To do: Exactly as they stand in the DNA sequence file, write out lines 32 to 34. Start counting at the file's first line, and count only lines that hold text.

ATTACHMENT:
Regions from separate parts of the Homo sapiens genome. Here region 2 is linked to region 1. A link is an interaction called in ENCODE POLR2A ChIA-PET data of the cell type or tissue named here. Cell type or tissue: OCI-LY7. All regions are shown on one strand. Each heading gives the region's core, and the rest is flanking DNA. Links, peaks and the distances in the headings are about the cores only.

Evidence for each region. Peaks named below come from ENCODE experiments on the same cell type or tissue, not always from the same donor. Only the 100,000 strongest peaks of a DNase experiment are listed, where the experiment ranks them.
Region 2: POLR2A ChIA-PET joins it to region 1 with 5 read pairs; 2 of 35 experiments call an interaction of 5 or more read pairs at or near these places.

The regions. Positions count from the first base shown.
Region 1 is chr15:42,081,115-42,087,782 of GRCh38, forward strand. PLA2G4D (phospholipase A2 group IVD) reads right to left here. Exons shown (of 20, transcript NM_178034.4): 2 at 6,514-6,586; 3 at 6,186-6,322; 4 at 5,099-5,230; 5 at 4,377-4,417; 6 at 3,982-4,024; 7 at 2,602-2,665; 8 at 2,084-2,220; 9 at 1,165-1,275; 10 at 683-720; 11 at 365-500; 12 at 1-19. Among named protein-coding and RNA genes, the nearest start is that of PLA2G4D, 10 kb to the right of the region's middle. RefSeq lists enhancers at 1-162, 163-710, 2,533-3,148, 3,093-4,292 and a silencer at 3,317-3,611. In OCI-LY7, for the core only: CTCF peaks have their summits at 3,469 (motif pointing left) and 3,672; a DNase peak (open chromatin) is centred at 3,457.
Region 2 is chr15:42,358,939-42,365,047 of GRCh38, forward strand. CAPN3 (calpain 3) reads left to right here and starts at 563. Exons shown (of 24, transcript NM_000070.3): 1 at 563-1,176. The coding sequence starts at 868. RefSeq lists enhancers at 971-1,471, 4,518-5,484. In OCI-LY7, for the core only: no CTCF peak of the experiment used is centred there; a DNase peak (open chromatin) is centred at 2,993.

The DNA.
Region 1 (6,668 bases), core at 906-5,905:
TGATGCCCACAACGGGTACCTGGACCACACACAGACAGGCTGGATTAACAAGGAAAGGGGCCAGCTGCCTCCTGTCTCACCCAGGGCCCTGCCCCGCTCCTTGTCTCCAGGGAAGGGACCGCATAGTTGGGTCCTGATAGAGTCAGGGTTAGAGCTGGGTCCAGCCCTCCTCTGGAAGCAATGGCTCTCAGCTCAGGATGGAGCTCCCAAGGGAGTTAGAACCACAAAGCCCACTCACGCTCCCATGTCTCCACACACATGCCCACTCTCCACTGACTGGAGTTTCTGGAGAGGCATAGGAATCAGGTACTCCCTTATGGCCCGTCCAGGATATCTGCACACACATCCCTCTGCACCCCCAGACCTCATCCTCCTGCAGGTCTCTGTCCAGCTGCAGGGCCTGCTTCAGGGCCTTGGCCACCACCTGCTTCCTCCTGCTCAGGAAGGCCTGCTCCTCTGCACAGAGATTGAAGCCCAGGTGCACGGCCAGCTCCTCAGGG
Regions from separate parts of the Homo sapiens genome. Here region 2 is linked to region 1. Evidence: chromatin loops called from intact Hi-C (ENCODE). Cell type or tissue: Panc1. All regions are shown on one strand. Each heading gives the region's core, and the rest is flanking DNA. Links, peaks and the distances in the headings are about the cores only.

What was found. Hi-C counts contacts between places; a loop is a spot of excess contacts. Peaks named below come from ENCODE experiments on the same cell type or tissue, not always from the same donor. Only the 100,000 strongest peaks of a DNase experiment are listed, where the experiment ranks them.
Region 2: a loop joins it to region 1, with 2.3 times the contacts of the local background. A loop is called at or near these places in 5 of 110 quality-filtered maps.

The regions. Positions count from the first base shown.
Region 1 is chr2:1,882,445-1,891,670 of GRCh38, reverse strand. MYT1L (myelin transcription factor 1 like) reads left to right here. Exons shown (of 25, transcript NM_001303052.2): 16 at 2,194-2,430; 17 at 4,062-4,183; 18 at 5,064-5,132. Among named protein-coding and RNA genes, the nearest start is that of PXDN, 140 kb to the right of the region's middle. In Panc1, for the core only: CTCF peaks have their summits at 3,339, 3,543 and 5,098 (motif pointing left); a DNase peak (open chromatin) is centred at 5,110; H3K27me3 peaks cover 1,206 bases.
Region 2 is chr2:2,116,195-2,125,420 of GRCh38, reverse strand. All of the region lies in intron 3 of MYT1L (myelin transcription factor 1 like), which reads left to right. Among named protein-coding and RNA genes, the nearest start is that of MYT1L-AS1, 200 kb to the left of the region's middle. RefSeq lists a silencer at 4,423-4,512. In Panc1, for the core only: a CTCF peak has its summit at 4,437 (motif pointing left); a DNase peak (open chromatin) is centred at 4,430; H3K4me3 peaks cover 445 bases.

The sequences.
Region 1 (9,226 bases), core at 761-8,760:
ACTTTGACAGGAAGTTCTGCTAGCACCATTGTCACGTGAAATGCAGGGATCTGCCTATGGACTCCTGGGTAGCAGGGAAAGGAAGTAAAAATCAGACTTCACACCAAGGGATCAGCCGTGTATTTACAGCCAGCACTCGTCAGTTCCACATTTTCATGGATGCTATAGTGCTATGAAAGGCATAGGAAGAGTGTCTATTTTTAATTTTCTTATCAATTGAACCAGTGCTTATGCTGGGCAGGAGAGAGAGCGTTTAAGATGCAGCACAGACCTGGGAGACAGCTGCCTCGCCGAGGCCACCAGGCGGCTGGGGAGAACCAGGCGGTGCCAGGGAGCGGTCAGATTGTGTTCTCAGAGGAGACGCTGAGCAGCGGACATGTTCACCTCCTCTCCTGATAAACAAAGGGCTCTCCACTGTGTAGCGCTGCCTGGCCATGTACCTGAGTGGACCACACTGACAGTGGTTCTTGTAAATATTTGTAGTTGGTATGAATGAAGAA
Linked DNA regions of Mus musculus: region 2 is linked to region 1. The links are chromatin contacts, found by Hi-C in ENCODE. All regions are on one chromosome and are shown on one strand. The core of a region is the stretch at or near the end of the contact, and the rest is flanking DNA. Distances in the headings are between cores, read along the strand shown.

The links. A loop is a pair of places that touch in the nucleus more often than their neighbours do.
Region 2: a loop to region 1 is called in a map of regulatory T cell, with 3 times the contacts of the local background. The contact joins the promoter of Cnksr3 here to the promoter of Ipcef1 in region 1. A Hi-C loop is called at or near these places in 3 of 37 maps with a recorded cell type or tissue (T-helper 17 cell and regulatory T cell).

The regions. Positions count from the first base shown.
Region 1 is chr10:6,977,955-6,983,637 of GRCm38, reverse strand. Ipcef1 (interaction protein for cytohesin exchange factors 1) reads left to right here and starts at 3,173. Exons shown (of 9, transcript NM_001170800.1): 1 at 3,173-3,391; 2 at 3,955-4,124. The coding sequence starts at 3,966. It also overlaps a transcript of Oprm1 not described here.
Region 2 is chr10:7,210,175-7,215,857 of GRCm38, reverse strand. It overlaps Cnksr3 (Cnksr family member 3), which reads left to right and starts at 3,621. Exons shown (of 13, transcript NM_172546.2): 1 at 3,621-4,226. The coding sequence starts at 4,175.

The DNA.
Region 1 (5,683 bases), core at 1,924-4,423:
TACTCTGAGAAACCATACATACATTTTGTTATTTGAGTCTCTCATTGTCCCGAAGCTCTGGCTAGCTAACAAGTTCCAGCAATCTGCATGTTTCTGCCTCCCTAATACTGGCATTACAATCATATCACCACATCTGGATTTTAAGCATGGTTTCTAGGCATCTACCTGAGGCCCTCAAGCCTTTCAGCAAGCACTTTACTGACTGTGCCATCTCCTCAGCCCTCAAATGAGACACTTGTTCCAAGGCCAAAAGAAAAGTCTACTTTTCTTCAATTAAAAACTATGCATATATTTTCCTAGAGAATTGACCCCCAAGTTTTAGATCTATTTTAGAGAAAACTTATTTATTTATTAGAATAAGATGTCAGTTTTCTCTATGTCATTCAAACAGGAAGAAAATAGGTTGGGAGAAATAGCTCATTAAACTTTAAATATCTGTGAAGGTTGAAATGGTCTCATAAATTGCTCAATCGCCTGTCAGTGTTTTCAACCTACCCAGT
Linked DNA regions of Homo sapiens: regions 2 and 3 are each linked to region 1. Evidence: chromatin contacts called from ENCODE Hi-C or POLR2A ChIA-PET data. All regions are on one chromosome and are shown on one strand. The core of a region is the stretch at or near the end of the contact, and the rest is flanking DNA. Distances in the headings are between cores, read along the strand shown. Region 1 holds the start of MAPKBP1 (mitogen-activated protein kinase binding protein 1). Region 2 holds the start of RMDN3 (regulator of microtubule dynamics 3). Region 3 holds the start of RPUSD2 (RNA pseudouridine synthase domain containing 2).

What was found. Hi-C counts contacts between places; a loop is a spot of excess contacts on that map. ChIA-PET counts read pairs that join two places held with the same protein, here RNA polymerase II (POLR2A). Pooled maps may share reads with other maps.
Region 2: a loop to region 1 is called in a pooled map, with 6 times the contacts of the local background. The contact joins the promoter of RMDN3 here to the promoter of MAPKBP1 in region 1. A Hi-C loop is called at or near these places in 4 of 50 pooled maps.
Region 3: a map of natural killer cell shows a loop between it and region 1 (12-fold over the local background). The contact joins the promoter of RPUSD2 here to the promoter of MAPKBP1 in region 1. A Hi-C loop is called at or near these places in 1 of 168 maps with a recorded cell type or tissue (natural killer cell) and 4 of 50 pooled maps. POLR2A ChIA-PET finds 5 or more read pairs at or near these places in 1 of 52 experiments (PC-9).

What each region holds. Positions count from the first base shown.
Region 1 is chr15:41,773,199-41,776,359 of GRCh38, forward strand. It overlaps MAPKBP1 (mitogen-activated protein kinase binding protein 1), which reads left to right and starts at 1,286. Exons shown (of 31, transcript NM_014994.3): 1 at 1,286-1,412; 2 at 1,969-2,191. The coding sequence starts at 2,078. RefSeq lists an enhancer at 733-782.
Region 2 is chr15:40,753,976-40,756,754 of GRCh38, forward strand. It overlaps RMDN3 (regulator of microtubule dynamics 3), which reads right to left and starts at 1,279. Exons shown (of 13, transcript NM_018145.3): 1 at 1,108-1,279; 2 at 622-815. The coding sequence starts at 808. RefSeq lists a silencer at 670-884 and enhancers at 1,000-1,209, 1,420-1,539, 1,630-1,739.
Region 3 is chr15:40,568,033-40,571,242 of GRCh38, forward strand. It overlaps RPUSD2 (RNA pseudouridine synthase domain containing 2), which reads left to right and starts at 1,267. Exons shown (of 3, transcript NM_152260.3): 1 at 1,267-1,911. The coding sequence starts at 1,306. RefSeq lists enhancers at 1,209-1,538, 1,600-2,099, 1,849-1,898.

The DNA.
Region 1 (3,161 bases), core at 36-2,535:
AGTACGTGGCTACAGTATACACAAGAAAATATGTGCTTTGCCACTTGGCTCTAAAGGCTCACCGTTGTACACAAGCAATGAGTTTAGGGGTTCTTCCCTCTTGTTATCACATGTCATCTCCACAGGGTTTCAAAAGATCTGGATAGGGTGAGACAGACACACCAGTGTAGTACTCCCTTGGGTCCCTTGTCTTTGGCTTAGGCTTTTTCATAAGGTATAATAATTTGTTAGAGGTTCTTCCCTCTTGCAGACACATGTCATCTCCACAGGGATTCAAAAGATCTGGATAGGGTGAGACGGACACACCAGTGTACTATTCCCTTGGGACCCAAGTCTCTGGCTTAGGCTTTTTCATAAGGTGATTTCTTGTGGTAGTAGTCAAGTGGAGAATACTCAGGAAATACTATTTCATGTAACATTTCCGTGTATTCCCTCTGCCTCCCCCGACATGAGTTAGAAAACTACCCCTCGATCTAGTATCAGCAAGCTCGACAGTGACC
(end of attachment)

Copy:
What each region holds. Positions count from the first base shown.
Region 1 is chr15:41,773,199-41,776,359 of GRCh38, forward strand. It overlaps MAPKBP1 (mitogen-activated protein kinase binding protein 1), which reads left to right and starts at 1,286. Exons shown (of 31, transcript NM_014994.3): 1 at 1,286-1,412; 2 at 1,969-2,191. The coding sequence starts at 2,078. RefSeq lists an enhancer at 733-782.
Region 2 is chr15:40,753,976-40,756,754 of GRCh38, forward strand. It overlaps RMDN3 (regulator of microtubule dynamics 3), which reads right to left and starts at 1,279. Exons shown (of 13, transcript NM_018145.3): 1 at 1,108-1,279; 2 at 622-815. The coding sequence starts at 808. RefSeq lists a silencer at 670-884 and enhancers at 1,000-1,209, 1,420-1,539, 1,630-1,739.